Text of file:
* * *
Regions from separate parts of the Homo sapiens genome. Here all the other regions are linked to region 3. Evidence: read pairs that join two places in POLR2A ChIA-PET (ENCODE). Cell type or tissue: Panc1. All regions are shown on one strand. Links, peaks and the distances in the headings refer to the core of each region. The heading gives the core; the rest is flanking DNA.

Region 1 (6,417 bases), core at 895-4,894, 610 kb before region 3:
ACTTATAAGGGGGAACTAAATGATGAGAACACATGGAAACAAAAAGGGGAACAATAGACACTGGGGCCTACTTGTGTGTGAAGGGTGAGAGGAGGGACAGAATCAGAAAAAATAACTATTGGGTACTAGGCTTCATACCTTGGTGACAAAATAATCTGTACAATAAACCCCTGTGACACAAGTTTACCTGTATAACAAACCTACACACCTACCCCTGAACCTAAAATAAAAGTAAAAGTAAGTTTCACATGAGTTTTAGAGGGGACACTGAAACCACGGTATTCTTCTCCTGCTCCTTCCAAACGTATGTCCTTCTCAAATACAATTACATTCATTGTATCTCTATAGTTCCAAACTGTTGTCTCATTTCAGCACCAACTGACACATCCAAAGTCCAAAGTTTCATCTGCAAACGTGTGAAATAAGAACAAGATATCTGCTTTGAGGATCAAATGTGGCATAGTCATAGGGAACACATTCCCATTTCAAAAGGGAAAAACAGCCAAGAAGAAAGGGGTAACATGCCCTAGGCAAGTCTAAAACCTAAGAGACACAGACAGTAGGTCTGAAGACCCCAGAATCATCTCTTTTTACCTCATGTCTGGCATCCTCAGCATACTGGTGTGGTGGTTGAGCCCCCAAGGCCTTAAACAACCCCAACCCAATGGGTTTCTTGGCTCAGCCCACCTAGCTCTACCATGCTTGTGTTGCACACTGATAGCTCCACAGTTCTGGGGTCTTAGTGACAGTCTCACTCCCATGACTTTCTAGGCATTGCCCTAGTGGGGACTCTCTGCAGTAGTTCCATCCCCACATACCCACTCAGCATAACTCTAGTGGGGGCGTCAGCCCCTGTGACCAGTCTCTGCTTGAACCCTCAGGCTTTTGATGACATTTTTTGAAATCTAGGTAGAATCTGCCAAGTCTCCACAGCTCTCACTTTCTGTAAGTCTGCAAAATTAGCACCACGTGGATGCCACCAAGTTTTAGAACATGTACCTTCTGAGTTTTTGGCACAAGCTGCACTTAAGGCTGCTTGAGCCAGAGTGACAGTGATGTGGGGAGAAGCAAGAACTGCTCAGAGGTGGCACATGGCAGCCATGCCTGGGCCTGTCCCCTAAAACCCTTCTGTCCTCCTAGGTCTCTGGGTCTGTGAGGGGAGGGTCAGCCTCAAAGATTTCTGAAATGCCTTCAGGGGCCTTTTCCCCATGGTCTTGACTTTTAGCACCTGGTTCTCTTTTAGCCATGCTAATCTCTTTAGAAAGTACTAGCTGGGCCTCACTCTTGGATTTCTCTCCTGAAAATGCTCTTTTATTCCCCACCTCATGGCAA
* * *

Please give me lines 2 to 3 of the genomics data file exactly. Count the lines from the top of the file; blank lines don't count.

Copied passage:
Region 1 (6,417 bases), core at 895-4,894, 610 kb before region 3:
ACTTATAAGGGGGAACTAAATGATGAGAACACATGGAAACAAAAAGGGGAACAATAGACACTGGGGCCTACTTGTGTGTGAAGGGTGAGAGGAGGGACAGAATCAGAAAAAATAACTATTGGGTACTAGGCTTCATACCTTGGTGACAAAATAATCTGTACAATAAACCCCTGTGACACAAGTTTACCTGTATAACAAACCTACACACCTACCCCTGAACCTAAAATAAAAGTAAAAGTAAGTTTCACATGAGTTTTAGAGGGGACACTGAAACCACGGTATTCTTCTCCTGCTCCTTCCAAACGTATGTCCTTCTCAAATACAATTACATTCATTGTATCTCTATAGTTCCAAACTGTTGTCTCATTTCAGCACCAACTGACACATCCAAAGTCCAAAGTTTCATCTGCAAACGTGTGAAATAAGAACAAGATATCTGCTTTGAGGATCAAATGTGGCATAGTCATAGGGAACACATTCCCATTTCAAAAGGGAAAAACAGCCAAGAAGAAAGGGGTAACATGCCCTAGGCAAGTCTAAAACCTAAGAGACACAGACAGTAGGTCTGAAGACCCCAGAATCATCTCTTTTTACCTCATGTCTGGCATCCTCAGCATACTGGTGTGGTGGTTGAGCCCCCAAGGCCTTAAACAACCCCAACCCAATGGGTTTCTTGGCTCAGCCCACCTAGCTCTACCATGCTTGTGTTGCACACTGATAGCTCCACAGTTCTGGGGTCTTAGTGACAGTCTCACTCCCATGACTTTCTAGGCATTGCCCTAGTGGGGACTCTCTGCAGTAGTTCCATCCCCACATACCCACTCAGCATAACTCTAGTGGGGGCGTCAGCCCCTGTGACCAGTCTCTGCTTGAACCCTCAGGCTTTTGATGACATTTTTTGAAATCTAGGTAGAATCTGCCAAGTCTCCACAGCTCTCACTTTCTGTAAGTCTGCAAAATTAGCACCACGTGGATGCCACCAAGTTTTAGAACATGTACCTTCTGAGTTTTTGGCACAAGCTGCACTTAAGGCTGCTTGAGCCAGAGTGACAGTGATGTGGGGAGAAGCAAGAACTGCTCAGAGGTGGCACATGGCAGCCATGCCTGGGCCTGTCCCCTAAAACCCTTCTGTCCTCCTAGGTCTCTGGGTCTGTGAGGGGAGGGTCAGCCTCAAAGATTTCTGAAATGCCTTCAGGGGCCTTTTCCCCATGGTCTTGACTTTTAGCACCTGGTTCTCTTTTAGCCATGCTAATCTCTTTAGAAAGTACTAGCTGGGCCTCACTCTTGGATTTCTCTCCTGAAAATGCTCTTTTATTCCCCACCTCATGGCAA